Being the neighboring countries, Bangladesh and Myanmar share both territorial, aerial and maritime borders. Hence, there are expectations that both the countries should reap the huge potentials lie in the cross border relations. But, the border relations between the two countries, engaging both people and state, are not so good. In the article entitled, People, State and Border: Examining Bangladesh-Myanmar Border Relations, Hossain and Islam claim that internal dynamics in Myanmar are influencing border relations between the two countries. The continuous violation of border, increasing illegal activities i.e. trafficking, smugglings, repeated haughty behavior of Myanmar Army are obstructing to realize the cross border potentialities. Moreover, the position of Myanmar in the Rohingya refugee crisis acts as a major obstacle in maintaining a cordial border relation with Bangladesh. The article observes that Bangladesh is enthusiastic to promote cooperative framework to reduce the differences and thus wants to exploit the huge untapped opportunities between the two countries. Therefore, Bangladesh considers Myanmar as a significant route to enhance regional cooperation and development. The authors suggest that Myanmar side needs to stop the unfriendly behavior across the borders with Bangladesh and come forward with cooperative manner to realize the intact potentials.

In the article entitled, International Cooperation and Infrastructure Development in Bangladesh: An Analysis of Financial and Technical Support System, Chowdhury has focused on the relations between infrastructure development and international cooperation in the case of Bangladesh. He defends that the bulk of infrastructure development in Bangladesh has been materialized by advancing cooperation with external world. International cooperation in the form of both financial and technical supports have played a seminal role in forwarding Bangladesh’s infrastructure development drive. Notably, Bangladesh has made economic success by wheeling the infrastructure development. In doing so, the country has taken specific initiatives and develop policies. The article claims that reform initiatives, aid diplomacy, economic diplomacy as a foreign policy tool and branding Bangladesh have made it possible in advancing international cooperation. The evolving crisis from the Forcibly Displaced Myanmar Nationals (FDMN) in Bangladesh is inflicting huge burden to the country. It is no denying the fact that the crisis is not only causing implications on Bangladesh but also creating threats to regional and global peace and security. Nonetheless, Bangladesh has been showing great humanity and trying her best to provide foods and shelter to the FDMN. Chowdhury, in the article titled Forcibly Displaced Myanmar Nationals (FDMN) in Bangladesh: Need for Repatriation to Myanmar, has firmly argued that sustainable and dignified repatriation of FDMN to their motherland can resolve the crisis. The author also contends that Bangladesh has done a lot. Now, the global community should come forward to resolve the crisis. Political, financial and diplomatic initiatives from the regional and global community can sort out the crisis.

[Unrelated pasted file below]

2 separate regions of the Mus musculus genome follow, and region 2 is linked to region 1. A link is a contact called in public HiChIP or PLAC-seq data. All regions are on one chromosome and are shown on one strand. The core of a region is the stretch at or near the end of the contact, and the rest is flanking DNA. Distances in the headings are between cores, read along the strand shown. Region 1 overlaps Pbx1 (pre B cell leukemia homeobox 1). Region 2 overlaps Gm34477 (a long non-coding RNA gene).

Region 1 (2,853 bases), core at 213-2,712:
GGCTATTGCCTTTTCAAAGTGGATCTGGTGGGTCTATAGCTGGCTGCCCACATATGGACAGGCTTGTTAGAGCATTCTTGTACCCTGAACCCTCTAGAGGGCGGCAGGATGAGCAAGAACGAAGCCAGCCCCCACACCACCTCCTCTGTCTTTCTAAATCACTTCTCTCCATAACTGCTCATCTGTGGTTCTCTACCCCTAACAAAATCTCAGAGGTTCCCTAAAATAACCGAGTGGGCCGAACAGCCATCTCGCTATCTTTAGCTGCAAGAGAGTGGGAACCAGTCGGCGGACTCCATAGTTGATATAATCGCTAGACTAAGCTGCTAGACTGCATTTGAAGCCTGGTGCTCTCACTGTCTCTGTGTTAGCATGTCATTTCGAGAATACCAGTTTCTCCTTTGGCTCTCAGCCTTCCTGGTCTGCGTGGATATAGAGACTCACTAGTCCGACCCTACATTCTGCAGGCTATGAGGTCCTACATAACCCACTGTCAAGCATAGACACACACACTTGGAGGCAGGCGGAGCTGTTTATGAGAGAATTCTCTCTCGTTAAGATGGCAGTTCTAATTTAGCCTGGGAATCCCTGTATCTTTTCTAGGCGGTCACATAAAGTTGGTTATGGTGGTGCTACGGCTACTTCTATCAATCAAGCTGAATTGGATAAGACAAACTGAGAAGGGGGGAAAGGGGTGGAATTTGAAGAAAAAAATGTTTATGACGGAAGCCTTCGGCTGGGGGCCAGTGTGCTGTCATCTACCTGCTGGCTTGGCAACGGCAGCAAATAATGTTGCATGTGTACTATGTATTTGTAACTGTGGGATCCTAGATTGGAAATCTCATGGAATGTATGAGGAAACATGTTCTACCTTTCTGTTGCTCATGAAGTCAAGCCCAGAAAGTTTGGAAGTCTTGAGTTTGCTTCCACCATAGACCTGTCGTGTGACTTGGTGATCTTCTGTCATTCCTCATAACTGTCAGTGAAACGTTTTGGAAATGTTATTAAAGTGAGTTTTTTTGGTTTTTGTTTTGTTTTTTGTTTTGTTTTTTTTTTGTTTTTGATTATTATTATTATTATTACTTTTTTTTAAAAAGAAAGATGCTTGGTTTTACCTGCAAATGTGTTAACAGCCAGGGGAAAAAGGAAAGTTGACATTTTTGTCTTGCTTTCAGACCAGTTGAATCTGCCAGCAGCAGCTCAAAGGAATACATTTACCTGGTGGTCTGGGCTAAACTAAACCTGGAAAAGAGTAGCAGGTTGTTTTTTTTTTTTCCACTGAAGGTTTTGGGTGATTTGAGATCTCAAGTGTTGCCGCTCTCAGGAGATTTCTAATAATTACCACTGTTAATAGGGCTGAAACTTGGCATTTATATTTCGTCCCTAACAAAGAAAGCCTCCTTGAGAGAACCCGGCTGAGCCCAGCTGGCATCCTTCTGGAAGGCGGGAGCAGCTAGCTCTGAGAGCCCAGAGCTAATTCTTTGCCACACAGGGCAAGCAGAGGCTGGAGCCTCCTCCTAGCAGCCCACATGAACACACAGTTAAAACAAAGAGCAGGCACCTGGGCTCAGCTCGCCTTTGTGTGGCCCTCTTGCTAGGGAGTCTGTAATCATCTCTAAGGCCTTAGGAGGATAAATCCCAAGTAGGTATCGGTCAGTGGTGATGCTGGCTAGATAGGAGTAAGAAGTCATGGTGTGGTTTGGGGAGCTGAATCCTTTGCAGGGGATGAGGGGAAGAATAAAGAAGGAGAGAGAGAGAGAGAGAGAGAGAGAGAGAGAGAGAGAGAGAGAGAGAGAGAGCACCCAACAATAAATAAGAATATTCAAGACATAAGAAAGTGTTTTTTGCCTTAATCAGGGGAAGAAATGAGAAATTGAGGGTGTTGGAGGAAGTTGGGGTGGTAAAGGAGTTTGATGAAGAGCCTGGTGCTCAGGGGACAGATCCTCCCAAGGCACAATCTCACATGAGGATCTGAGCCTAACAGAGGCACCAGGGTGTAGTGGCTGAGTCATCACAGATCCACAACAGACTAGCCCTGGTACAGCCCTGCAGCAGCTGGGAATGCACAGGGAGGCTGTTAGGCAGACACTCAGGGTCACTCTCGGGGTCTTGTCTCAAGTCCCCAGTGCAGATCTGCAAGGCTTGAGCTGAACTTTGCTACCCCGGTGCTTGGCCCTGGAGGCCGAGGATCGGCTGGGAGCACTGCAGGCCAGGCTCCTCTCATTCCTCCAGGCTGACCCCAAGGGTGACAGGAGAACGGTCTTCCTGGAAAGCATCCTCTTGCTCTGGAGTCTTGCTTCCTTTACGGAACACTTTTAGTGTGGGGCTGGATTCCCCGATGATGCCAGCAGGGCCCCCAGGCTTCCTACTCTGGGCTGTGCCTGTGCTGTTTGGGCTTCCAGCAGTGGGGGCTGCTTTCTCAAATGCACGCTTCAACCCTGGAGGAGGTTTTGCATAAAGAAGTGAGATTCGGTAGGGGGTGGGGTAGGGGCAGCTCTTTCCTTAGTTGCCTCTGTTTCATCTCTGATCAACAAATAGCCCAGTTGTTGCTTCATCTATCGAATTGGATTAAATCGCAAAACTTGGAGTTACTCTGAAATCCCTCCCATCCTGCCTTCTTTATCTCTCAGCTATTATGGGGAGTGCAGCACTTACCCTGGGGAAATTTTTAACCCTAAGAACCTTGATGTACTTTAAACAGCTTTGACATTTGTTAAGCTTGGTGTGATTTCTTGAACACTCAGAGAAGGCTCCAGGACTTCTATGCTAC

In the age of globalization and interdependence, connectivity and cooperation has been an integral catalyst for regional integration and development. Noticeably, Bangladesh’s rise as a regional economy and aspiring power has prompted the country to advance new connectivity initiatives and facilitate existing integration drives. In this background, the article on From Minilateralism to Multilateralism: Connecting South Asia with Southeast Asia through Bangladesh, has developed the idea of minilateralism as a strategy of connectivity in South and Southeast Asia. It argues that the unique geographical location of Bangladesh with its increasing role as a thriving economic power will play a pivotal role in accelerating regional integration. The article also claims that the trickle-down effects of minilatreal initiatives will advance multilateral connectivity schemes, where Bangladesh will play a constructive role in fostering regional connectivity and cooperation.